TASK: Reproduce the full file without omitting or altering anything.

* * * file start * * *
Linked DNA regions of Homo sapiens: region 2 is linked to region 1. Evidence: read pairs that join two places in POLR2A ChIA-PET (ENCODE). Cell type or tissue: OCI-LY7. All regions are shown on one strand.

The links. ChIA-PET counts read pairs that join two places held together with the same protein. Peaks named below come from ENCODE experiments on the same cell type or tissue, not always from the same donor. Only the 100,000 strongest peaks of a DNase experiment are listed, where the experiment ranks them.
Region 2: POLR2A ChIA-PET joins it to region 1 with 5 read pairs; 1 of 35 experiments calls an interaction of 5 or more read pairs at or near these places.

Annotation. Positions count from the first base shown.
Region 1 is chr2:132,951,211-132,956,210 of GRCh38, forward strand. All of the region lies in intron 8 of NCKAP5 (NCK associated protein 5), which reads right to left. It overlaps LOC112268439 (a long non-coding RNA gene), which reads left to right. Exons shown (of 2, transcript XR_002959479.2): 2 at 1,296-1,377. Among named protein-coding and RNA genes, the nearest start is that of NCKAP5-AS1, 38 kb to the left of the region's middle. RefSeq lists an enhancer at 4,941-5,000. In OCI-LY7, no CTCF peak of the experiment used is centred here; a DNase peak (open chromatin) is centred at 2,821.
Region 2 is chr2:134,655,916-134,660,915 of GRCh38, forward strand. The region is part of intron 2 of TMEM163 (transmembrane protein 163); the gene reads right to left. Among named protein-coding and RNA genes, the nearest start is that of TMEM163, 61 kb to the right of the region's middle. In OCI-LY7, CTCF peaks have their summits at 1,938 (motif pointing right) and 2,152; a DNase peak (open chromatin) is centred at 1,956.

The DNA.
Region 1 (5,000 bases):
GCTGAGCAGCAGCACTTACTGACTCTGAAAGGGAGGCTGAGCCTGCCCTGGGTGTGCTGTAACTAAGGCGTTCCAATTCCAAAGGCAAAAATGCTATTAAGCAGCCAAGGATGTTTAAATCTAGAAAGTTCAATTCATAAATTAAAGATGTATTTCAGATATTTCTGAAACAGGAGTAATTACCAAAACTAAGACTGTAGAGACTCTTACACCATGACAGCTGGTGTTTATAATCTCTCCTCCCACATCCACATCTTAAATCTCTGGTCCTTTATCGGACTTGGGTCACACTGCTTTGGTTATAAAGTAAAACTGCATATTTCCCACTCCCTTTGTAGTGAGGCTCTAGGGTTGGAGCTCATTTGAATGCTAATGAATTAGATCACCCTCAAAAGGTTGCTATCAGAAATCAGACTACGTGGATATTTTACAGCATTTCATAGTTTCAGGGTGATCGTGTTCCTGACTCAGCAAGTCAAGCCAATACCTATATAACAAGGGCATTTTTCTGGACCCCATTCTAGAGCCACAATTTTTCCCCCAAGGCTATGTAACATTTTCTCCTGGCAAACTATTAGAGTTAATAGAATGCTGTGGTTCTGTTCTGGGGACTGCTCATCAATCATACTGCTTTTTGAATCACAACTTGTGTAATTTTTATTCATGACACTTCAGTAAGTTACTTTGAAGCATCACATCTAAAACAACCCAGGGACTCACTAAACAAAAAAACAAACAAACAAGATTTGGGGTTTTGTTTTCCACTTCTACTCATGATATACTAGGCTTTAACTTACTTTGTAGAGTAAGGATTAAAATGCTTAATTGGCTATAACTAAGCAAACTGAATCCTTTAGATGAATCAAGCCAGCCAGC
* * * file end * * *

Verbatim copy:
Linked DNA regions of Homo sapiens: region 2 is linked to region 1. Evidence: read pairs that join two places in POLR2A ChIA-PET (ENCODE). Cell type or tissue: OCI-LY7. All regions are shown on one strand.

The links. ChIA-PET counts read pairs that join two places held together with the same protein. Peaks named below come from ENCODE experiments on the same cell type or tissue, not always from the same donor. Only the 100,000 strongest peaks of a DNase experiment are listed, where the experiment ranks them.
Region 2: POLR2A ChIA-PET joins it to region 1 with 5 read pairs; 1 of 35 experiments calls an interaction of 5 or more read pairs at or near these places.

Annotation. Positions count from the first base shown.
Region 1 is chr2:132,951,211-132,956,210 of GRCh38, forward strand. All of the region lies in intron 8 of NCKAP5 (NCK associated protein 5), which reads right to left. It overlaps LOC112268439 (a long non-coding RNA gene), which reads left to right. Exons shown (of 2, transcript XR_002959479.2): 2 at 1,296-1,377. Among named protein-coding and RNA genes, the nearest start is that of NCKAP5-AS1, 38 kb to the left of the region's middle. RefSeq lists an enhancer at 4,941-5,000. In OCI-LY7, no CTCF peak of the experiment used is centred here; a DNase peak (open chromatin) is centred at 2,821.
Region 2 is chr2:134,655,916-134,660,915 of GRCh38, forward strand. The region is part of intron 2 of TMEM163 (transmembrane protein 163); the gene reads right to left. Among named protein-coding and RNA genes, the nearest start is that of TMEM163, 61 kb to the right of the region's middle. In OCI-LY7, CTCF peaks have their summits at 1,938 (motif pointing right) and 2,152; a DNase peak (open chromatin) is centred at 1,956.

The DNA.
Region 1 (5,000 bases):
GCTGAGCAGCAGCACTTACTGACTCTGAAAGGGAGGCTGAGCCTGCCCTGGGTGTGCTGTAACTAAGGCGTTCCAATTCCAAAGGCAAAAATGCTATTAAGCAGCCAAGGATGTTTAAATCTAGAAAGTTCAATTCATAAATTAAAGATGTATTTCAGATATTTCTGAAACAGGAGTAATTACCAAAACTAAGACTGTAGAGACTCTTACACCATGACAGCTGGTGTTTATAATCTCTCCTCCCACATCCACATCTTAAATCTCTGGTCCTTTATCGGACTTGGGTCACACTGCTTTGGTTATAAAGTAAAACTGCATATTTCCCACTCCCTTTGTAGTGAGGCTCTAGGGTTGGAGCTCATTTGAATGCTAATGAATTAGATCACCCTCAAAAGGTTGCTATCAGAAATCAGACTACGTGGATATTTTACAGCATTTCATAGTTTCAGGGTGATCGTGTTCCTGACTCAGCAAGTCAAGCCAATACCTATATAACAAGGGCATTTTTCTGGACCCCATTCTAGAGCCACAATTTTTCCCCCAAGGCTATGTAACATTTTCTCCTGGCAAACTATTAGAGTTAATAGAATGCTGTGGTTCTGTTCTGGGGACTGCTCATCAATCATACTGCTTTTTGAATCACAACTTGTGTAATTTTTATTCATGACACTTCAGTAAGTTACTTTGAAGCATCACATCTAAAACAACCCAGGGACTCACTAAACAAAAAAACAAACAAACAAGATTTGGGGTTTTGTTTTCCACTTCTACTCATGATATACTAGGCTTTAACTTACTTTGTAGAGTAAGGATTAAAATGCTTAATTGGCTATAACTAAGCAAACTGAATCCTTTAGATGAATCAAGCCAGCCAGC